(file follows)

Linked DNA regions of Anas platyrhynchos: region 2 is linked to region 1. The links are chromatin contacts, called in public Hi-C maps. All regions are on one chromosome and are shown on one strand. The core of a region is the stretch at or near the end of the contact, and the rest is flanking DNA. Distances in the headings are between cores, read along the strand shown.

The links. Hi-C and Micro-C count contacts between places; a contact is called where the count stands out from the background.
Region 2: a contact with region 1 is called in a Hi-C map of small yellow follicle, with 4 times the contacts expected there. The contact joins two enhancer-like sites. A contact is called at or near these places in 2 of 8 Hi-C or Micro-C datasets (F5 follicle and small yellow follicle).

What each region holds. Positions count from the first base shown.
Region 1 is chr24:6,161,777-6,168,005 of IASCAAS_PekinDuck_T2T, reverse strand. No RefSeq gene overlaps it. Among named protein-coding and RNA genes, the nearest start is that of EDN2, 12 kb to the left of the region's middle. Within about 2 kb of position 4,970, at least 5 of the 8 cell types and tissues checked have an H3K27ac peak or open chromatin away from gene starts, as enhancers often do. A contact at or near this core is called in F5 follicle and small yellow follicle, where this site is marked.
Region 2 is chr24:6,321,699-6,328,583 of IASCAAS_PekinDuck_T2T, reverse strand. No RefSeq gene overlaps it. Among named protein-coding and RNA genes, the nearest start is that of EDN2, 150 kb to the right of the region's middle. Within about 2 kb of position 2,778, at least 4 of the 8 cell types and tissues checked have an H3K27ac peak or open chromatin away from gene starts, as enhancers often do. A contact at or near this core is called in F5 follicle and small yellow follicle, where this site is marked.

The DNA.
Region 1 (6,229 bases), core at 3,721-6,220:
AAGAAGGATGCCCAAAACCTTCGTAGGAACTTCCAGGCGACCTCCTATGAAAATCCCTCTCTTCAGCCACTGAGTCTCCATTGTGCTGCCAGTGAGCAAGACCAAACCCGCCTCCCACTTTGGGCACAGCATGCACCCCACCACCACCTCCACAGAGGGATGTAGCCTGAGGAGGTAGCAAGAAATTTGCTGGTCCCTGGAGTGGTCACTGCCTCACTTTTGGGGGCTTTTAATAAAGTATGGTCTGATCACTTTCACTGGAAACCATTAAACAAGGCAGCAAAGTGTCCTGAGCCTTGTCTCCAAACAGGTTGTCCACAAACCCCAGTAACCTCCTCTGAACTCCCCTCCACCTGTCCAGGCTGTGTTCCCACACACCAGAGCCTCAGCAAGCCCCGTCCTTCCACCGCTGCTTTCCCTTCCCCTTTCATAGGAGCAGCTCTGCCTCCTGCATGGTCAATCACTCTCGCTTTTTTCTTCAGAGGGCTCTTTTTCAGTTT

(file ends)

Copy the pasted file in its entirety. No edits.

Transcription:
Linked DNA regions of Anas platyrhynchos: region 2 is linked to region 1. The links are chromatin contacts, called in public Hi-C maps. All regions are on one chromosome and are shown on one strand. The core of a region is the stretch at or near the end of the contact, and the rest is flanking DNA. Distances in the headings are between cores, read along the strand shown.

The links. Hi-C and Micro-C count contacts between places; a contact is called where the count stands out from the background.
Region 2: a contact with region 1 is called in a Hi-C map of small yellow follicle, with 4 times the contacts expected there. The contact joins two enhancer-like sites. A contact is called at or near these places in 2 of 8 Hi-C or Micro-C datasets (F5 follicle and small yellow follicle).

What each region holds. Positions count from the first base shown.
Region 1 is chr24:6,161,777-6,168,005 of IASCAAS_PekinDuck_T2T, reverse strand. No RefSeq gene overlaps it. Among named protein-coding and RNA genes, the nearest start is that of EDN2, 12 kb to the left of the region's middle. Within about 2 kb of position 4,970, at least 5 of the 8 cell types and tissues checked have an H3K27ac peak or open chromatin away from gene starts, as enhancers often do. A contact at or near this core is called in F5 follicle and small yellow follicle, where this site is marked.
Region 2 is chr24:6,321,699-6,328,583 of IASCAAS_PekinDuck_T2T, reverse strand. No RefSeq gene overlaps it. Among named protein-coding and RNA genes, the nearest start is that of EDN2, 150 kb to the right of the region's middle. Within about 2 kb of position 2,778, at least 4 of the 8 cell types and tissues checked have an H3K27ac peak or open chromatin away from gene starts, as enhancers often do. A contact at or near this core is called in F5 follicle and small yellow follicle, where this site is marked.

The DNA.
Region 1 (6,229 bases), core at 3,721-6,220:
AAGAAGGATGCCCAAAACCTTCGTAGGAACTTCCAGGCGACCTCCTATGAAAATCCCTCTCTTCAGCCACTGAGTCTCCATTGTGCTGCCAGTGAGCAAGACCAAACCCGCCTCCCACTTTGGGCACAGCATGCACCCCACCACCACCTCCACAGAGGGATGTAGCCTGAGGAGGTAGCAAGAAATTTGCTGGTCCCTGGAGTGGTCACTGCCTCACTTTTGGGGGCTTTTAATAAAGTATGGTCTGATCACTTTCACTGGAAACCATTAAACAAGGCAGCAAAGTGTCCTGAGCCTTGTCTCCAAACAGGTTGTCCACAAACCCCAGTAACCTCCTCTGAACTCCCCTCCACCTGTCCAGGCTGTGTTCCCACACACCAGAGCCTCAGCAAGCCCCGTCCTTCCACCGCTGCTTTCCCTTCCCCTTTCATAGGAGCAGCTCTGCCTCCTGCATGGTCAATCACTCTCGCTTTTTTCTTCAGAGGGCTCTTTTTCAGTTT